Recently, a significant epigenetic component in the pathology of suicide has been realized. Here we investigate candidate functional SNPs in epigenetic-regulatory genes, DNMT1 and DNMT3B, for association with suicide attempt (SA) among patients with co-existing psychiatric illness. In addition, global DNA methylation levels [5-methyl cytosine (5-mC%)] between SA and psychiatric controls were quantified using the Methylflash Methylated DNA Quantification Kit. DNA was obtained from blood of 79 suicide attempters and 80 non-attempters, assessed for DSM-IV Axis I disorders. Functional SNPs were selected for each gene (DNMT1; n =7, DNMT3B; n =10), and genotyped. A SNP (rs2424932) residing in the 3 UTR of the DNMT3B gene was associated with SA compared with a non-attempter control group (P =0.001; Chi-squared test, Bonferroni adjusted P value=0.02). Moreover, haplotype analysis identified a DNMT3B haplotype which differed between cases and controls, however this association did not hold after Bonferroni correction (P =0.01, Bonferroni adjusted P value=0.56). Global methylation analysis showed that psychiatric patientswith a history of SA had significantly higher levels of global DNA methylation compared with controls (P =0.018, Student’s t -test). In conclusion, this is the first report investigating polymorphisms in DNMT genes and global DNA methylation quantification in SA risk. Preliminary findings suggest that allelic variability in DNMT3B may be relevant to the underlying diathesis for suicidal acts and our findings support the hypothesis that aberrant DNA methylation profiles may contribute to the biology of suicidal acts. Thus, analysis of global DNA hypermethylation in blood may represent a biomarker for increased SA risk in psychiatric patients.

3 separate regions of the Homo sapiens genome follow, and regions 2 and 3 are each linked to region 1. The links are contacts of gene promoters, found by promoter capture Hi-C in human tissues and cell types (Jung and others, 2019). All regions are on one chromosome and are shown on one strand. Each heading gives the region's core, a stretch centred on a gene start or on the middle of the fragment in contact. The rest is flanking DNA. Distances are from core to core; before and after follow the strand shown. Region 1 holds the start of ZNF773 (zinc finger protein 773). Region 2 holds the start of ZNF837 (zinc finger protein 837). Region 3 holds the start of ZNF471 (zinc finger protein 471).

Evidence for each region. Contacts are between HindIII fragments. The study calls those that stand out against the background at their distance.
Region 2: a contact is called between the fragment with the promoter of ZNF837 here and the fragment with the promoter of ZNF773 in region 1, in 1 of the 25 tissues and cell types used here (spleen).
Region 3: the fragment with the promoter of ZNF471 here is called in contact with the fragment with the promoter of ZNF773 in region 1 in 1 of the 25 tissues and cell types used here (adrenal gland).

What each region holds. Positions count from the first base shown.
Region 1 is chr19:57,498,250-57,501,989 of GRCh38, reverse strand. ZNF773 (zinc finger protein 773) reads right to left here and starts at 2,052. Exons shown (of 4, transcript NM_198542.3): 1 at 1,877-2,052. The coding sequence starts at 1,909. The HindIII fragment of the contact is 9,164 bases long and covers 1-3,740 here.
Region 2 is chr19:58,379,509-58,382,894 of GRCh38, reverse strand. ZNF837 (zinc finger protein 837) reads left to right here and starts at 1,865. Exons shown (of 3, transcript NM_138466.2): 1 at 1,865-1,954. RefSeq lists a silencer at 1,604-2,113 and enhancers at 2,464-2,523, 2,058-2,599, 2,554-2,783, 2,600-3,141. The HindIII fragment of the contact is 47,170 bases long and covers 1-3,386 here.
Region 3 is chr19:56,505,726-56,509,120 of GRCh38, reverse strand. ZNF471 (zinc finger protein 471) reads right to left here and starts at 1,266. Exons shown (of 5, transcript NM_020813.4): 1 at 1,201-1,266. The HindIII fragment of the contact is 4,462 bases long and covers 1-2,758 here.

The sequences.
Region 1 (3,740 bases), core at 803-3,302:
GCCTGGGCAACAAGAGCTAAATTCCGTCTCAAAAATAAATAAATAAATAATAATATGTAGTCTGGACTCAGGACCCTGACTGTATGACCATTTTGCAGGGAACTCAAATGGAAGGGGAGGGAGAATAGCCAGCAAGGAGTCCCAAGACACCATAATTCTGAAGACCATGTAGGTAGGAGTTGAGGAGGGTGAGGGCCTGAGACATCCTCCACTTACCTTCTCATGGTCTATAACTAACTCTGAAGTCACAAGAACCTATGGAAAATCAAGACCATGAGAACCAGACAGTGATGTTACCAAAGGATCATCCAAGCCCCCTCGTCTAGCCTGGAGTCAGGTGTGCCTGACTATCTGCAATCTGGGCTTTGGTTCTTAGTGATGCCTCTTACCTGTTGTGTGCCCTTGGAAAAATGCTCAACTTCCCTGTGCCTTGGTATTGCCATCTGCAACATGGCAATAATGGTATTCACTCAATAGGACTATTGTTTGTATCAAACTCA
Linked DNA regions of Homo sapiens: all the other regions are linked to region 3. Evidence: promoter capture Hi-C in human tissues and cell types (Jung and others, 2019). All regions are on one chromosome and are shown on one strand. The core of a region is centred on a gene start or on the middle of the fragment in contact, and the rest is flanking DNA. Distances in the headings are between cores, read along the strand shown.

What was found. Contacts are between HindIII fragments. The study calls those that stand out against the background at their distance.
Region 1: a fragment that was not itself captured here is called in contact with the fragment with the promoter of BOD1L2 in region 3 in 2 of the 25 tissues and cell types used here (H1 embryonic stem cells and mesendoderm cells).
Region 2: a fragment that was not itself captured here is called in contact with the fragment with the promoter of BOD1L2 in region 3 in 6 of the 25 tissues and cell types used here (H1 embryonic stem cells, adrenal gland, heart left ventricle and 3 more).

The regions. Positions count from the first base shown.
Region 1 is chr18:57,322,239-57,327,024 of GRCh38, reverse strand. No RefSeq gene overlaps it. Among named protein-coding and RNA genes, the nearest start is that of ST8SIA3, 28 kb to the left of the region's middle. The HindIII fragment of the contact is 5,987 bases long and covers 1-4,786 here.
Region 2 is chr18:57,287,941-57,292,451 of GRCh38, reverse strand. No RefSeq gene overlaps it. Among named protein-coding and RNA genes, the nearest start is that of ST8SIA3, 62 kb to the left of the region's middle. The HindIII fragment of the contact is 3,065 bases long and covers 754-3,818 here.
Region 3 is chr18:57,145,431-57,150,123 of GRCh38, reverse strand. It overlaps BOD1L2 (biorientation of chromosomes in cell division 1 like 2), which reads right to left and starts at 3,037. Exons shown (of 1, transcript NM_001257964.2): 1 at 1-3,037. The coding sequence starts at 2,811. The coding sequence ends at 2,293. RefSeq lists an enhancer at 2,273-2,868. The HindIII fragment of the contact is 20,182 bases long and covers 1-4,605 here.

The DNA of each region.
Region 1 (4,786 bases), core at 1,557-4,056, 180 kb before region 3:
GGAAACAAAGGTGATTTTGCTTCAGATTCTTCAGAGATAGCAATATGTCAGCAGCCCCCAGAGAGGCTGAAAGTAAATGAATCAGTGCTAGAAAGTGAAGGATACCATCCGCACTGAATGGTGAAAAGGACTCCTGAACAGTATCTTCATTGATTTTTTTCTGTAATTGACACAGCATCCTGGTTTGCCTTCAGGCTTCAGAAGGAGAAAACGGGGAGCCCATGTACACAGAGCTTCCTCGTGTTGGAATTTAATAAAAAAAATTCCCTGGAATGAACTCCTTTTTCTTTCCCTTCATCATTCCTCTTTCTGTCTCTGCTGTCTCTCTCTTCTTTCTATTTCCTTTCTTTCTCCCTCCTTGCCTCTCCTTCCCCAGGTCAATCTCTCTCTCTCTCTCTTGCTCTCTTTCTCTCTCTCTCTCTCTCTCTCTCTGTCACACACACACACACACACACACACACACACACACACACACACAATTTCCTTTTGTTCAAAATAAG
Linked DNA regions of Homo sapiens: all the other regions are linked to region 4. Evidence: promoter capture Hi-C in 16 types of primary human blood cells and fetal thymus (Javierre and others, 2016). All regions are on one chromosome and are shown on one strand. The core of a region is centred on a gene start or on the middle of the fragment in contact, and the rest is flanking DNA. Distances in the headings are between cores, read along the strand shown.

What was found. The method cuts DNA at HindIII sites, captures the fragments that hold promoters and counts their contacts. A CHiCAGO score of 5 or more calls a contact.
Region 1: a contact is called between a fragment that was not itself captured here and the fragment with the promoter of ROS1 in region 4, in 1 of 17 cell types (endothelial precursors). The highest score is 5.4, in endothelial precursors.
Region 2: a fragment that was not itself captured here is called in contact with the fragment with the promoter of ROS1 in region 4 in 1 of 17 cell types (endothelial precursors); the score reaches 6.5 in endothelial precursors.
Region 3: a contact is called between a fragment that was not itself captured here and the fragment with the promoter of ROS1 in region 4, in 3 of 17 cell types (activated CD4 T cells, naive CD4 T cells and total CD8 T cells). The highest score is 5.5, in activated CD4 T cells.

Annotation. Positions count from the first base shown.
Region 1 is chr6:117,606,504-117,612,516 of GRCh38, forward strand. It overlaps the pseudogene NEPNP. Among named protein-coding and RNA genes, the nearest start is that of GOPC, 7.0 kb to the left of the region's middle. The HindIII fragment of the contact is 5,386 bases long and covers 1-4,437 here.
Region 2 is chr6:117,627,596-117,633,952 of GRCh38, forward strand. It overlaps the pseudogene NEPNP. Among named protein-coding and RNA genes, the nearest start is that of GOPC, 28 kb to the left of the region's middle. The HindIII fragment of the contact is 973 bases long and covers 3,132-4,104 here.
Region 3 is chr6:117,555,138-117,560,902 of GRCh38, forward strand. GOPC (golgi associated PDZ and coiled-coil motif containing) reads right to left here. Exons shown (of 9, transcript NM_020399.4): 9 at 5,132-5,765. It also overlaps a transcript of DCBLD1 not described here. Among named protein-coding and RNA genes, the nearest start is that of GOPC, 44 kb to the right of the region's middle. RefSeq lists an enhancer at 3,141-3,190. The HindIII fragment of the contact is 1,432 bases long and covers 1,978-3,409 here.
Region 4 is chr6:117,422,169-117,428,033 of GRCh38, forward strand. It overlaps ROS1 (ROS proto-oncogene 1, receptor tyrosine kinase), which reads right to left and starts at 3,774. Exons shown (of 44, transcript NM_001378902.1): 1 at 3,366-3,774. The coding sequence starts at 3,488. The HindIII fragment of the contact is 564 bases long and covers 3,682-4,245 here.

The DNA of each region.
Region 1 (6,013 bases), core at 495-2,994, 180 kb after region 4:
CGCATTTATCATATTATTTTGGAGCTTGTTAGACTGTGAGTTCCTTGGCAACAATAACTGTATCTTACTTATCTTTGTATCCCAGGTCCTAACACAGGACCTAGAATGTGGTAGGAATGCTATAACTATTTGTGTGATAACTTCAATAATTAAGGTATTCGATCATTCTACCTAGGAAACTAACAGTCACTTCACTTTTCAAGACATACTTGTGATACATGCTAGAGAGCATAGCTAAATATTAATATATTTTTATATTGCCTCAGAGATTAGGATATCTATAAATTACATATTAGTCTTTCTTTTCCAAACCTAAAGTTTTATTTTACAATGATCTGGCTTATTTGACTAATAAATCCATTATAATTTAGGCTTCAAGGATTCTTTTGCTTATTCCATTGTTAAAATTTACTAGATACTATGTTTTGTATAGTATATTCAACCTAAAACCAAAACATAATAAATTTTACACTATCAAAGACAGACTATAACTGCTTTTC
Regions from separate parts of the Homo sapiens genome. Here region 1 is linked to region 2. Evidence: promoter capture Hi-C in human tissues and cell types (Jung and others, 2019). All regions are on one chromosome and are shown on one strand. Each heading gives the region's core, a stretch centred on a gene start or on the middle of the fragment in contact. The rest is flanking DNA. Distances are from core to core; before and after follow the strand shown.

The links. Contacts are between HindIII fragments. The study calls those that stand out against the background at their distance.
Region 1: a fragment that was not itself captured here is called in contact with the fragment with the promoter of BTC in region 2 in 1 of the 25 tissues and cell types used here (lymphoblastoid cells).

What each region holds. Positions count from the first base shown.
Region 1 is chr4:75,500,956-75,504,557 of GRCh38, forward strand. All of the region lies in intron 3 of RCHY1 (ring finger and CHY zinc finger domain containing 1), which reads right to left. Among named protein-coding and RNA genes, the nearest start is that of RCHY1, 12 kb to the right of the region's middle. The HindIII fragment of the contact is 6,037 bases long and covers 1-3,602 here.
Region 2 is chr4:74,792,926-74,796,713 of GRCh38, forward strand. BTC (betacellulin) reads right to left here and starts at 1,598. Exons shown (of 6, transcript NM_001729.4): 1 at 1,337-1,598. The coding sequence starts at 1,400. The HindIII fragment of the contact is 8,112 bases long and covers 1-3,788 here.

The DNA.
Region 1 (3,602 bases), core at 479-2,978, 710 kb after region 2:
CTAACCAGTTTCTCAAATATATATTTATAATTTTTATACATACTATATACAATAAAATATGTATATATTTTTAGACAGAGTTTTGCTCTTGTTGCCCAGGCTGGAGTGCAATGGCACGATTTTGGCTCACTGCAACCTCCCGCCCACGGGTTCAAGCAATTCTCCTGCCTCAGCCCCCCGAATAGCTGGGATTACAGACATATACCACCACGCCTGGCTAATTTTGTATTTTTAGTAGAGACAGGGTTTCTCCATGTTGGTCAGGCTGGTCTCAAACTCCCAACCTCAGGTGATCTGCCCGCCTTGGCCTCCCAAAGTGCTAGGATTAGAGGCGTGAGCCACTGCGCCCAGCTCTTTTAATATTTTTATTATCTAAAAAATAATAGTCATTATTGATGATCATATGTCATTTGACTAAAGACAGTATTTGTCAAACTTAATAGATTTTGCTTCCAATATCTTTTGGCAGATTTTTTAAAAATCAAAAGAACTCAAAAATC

• The genetics of obstructive sleep apnoea.

      Kent, Brian D; Ryan, Silke; McNicholas, Walter T; Pulmonary and Sleep Disorders Unit, St Vincent's University Hospital, Dublin,, Ireland. (2012-02-01)